My Little Cammie

I lost my daughter Cammie, at 20 weeks on May 11, 2012. I was 23 years old. My husband and I both enlisted in the Army and went through Basic Training and Advanced Individual Training. We were separated from June 2011 to April 2012. It was extremely hard on both of us, we'd only been married about six months by the time we shipped out. One of the highlights of training was being able to spend our first anniversary, December 18th, together over the holidays. We got two weeks and then it was back to our respective bases to finish our job training. When we found out we were being sent to Schofield Barracks, Hawaii I ran my butt over to the clinic to get my Typhoid shot. I was shocked to learn that the routine pregnancy test had come back positive, twice. And so had the blood test. When I spoke with the nurse, we calculated that I must have concieved during the last few days of the two weeks I spent with my husband, and I was about three weeks along. I called my husband and he cried over the phone, reportedly running around the barracks and sharing the news with all his battle buddies.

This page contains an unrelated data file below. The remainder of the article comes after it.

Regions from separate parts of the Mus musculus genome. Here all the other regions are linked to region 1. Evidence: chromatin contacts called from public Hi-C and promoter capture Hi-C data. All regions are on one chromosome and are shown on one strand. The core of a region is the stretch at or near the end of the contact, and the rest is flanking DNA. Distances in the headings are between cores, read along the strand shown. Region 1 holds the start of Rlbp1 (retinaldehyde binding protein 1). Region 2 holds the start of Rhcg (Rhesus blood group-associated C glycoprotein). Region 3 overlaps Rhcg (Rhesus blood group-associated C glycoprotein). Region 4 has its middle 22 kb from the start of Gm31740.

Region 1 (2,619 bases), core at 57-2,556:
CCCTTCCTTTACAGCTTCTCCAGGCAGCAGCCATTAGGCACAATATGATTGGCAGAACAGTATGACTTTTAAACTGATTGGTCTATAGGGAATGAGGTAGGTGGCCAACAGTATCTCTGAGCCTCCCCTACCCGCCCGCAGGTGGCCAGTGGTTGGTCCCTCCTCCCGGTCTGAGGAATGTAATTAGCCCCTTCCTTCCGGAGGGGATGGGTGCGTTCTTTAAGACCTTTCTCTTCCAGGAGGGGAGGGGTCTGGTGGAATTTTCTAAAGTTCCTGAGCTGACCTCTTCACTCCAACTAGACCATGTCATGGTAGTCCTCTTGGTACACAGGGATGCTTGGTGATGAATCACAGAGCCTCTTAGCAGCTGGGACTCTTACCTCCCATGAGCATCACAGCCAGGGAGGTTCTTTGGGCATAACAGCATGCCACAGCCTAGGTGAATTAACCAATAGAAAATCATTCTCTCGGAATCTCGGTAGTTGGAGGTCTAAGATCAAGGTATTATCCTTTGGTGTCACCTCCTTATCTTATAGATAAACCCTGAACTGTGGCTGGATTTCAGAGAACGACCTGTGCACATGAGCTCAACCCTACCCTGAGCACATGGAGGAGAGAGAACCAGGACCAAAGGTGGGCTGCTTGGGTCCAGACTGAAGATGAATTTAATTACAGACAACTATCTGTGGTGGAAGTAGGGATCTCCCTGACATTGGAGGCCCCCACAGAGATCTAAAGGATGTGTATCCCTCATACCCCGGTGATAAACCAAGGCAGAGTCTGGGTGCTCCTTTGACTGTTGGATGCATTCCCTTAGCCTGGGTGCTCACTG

When I informed my chain of command about my pregnancy, I was immediately reprimanded for not taking the necessary precautions to prevent it. I was in training, and pregnancy was a no go. I was told I may not be able to graduate from my classes or see my husband until after I delivered the baby. It was a great source of stress for me. However, my wonderful commander pulled through and after spending nearly 15 weeks being pregnant in the barracks and graduating my classes, I was put on a plane for Hawaii. Seeing my husband again was bittersweet- it was nice to finally have him there, sharing in the pregnancy with me. Yet at the same time, the distance and stress had taken its toll on the marriage so there was constant bickering initially. It took us nearly two months to get a house on post and at the same time, my new chain of command turned out to be a$$holes. They kept trying to get me to participate in training (weapons qualifications, wearing body armour, etc.) that were dangerous for my pregnancy and they didn't seem to care that I had specific orders from a doctor. My workplace was downright hostile half the time. They even had me working 12 hour night shifts (5 pm-5 am) at the communications site I was attached to. My mother, who is also in the Army, told me to expect things like this since, "If the Army had intended for you to have a baby, they would've issued you one. They'll expect you to be a soldier first." How right she was.